Active Ingredient History
Warfarin is an anticoagulant drug normally used to prevent blood clot formation as well as migration. Warfarin is marketed under the brand name Coumadin among others. Coumadin (crystalline warfarin sodium) is an anticoagulant which acts by inhibiting vitamin K-dependent coagulation factors. Chemically, it is 3-(α-acetonylbenzyl)-4-hydroxycoumarin and is a racemic mixture of the R- and S-enantiomers. Coumadin is indicated for the prophylaxis and/or treatment of venous thrombosis and its extension, and pulmonary embolism. It is also indicated for the prophylaxis and/or treatment of the thromboembolic complications associated with atrial fibrillation and/or cardiac valve replacement. Warfarin is thought to interfere with clotting factor synthesis by inhibition of the C1 subunit of the vitamin K epoxide reductase (VKORC1) enzyme complex, thereby reducing the regeneration of vitamin K1 epoxide. The degree of depression is dependent upon the dosage administered and, in part, by the patient’s VKORC1 genotype. Therapeutic doses of warfarin decrease the total amount of the active form of each vitamin K dependent clotting factor made by the liver by approximately 30% to 50%. NCATS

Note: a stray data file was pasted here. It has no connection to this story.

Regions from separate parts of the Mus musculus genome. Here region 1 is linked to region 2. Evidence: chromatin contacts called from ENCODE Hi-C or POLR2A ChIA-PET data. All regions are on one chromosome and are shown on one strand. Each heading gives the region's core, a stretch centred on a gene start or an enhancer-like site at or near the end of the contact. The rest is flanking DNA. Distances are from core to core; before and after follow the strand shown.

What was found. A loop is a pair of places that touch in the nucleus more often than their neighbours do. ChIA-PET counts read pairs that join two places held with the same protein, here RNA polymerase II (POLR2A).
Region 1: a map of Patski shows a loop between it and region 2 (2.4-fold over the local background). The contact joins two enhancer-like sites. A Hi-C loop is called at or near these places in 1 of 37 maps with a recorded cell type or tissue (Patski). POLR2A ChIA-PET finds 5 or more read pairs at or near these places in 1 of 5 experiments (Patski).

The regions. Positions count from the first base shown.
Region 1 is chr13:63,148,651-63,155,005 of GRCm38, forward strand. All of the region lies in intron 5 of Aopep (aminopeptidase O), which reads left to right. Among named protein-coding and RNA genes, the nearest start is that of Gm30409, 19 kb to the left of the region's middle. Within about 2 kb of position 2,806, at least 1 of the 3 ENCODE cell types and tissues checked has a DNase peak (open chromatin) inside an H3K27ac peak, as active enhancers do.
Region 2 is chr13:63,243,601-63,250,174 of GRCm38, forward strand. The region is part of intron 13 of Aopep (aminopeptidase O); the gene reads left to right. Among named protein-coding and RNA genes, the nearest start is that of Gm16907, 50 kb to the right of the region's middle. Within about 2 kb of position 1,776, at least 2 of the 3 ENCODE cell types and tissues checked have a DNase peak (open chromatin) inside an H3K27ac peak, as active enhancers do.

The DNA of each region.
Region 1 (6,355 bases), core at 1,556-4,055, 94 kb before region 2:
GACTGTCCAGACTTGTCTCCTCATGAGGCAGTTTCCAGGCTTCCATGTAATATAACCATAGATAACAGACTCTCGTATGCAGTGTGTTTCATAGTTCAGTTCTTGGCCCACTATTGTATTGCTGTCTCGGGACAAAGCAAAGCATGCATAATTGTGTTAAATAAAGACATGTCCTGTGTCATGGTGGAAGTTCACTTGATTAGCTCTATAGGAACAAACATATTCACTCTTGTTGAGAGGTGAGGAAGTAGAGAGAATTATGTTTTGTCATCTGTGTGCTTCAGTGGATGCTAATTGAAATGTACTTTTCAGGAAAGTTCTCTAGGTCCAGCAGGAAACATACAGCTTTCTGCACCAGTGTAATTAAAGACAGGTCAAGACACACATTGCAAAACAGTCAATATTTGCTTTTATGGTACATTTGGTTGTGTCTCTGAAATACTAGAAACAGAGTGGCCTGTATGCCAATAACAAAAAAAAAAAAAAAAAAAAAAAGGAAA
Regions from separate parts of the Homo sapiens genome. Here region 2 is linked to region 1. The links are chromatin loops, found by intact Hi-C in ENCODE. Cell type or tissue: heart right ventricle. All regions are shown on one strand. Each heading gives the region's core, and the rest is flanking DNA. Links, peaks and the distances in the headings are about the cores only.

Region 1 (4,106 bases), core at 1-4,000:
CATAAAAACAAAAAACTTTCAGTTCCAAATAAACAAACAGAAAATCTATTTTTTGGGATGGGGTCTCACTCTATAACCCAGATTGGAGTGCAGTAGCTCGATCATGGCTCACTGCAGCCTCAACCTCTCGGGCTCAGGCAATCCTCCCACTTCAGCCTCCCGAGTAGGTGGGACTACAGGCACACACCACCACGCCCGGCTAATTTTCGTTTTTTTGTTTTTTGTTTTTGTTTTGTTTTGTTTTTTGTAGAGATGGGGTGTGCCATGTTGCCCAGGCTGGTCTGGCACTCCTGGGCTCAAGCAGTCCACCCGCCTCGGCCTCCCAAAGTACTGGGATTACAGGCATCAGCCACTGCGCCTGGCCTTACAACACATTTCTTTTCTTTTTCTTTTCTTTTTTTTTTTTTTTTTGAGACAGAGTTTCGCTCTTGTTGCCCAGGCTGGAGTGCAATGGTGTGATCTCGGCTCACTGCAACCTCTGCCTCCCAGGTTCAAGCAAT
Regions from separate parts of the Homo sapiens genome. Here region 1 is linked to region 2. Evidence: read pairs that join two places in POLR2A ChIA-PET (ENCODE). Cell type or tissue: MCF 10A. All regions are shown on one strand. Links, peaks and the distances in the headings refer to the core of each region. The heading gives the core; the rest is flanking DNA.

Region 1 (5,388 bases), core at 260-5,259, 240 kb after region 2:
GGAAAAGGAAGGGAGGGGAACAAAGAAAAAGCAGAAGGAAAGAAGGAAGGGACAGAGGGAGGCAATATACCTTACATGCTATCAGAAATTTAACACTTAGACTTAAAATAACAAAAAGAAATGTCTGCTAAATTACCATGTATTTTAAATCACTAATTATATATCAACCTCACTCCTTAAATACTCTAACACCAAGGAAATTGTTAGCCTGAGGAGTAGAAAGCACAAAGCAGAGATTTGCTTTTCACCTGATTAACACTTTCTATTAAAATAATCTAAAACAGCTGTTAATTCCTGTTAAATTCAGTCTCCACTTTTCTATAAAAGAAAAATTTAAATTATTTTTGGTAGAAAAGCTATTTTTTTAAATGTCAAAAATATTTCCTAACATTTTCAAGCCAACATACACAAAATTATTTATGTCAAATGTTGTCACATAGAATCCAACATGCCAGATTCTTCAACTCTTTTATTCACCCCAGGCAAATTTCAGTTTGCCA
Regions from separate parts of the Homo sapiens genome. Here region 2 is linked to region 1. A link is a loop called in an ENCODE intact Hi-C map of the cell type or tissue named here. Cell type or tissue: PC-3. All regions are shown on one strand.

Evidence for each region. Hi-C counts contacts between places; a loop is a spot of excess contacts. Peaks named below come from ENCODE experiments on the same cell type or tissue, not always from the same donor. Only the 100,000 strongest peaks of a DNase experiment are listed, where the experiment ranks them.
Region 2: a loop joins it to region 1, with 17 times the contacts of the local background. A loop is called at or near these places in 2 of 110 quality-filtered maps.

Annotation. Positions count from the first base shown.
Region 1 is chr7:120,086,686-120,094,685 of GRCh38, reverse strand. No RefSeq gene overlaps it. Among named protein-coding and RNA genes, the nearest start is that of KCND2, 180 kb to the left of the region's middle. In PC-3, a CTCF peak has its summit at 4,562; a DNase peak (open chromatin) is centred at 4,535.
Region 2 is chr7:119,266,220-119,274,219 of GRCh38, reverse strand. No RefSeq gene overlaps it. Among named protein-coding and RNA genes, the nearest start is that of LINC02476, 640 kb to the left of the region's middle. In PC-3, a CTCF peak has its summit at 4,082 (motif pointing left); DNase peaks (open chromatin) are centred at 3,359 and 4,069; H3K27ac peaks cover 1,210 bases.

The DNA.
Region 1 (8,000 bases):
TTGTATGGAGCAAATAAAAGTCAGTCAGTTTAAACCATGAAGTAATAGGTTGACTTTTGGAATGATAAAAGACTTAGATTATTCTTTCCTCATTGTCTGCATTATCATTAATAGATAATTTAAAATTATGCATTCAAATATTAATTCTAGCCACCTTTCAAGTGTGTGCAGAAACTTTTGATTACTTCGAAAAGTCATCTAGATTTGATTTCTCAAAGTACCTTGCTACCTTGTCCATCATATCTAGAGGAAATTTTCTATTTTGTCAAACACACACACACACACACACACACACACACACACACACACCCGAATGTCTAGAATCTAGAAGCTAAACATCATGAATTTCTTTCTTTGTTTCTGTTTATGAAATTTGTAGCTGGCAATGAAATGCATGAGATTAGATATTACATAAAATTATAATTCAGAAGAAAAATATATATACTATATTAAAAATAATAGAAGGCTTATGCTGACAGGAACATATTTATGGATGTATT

Drug Pricing (per unit)
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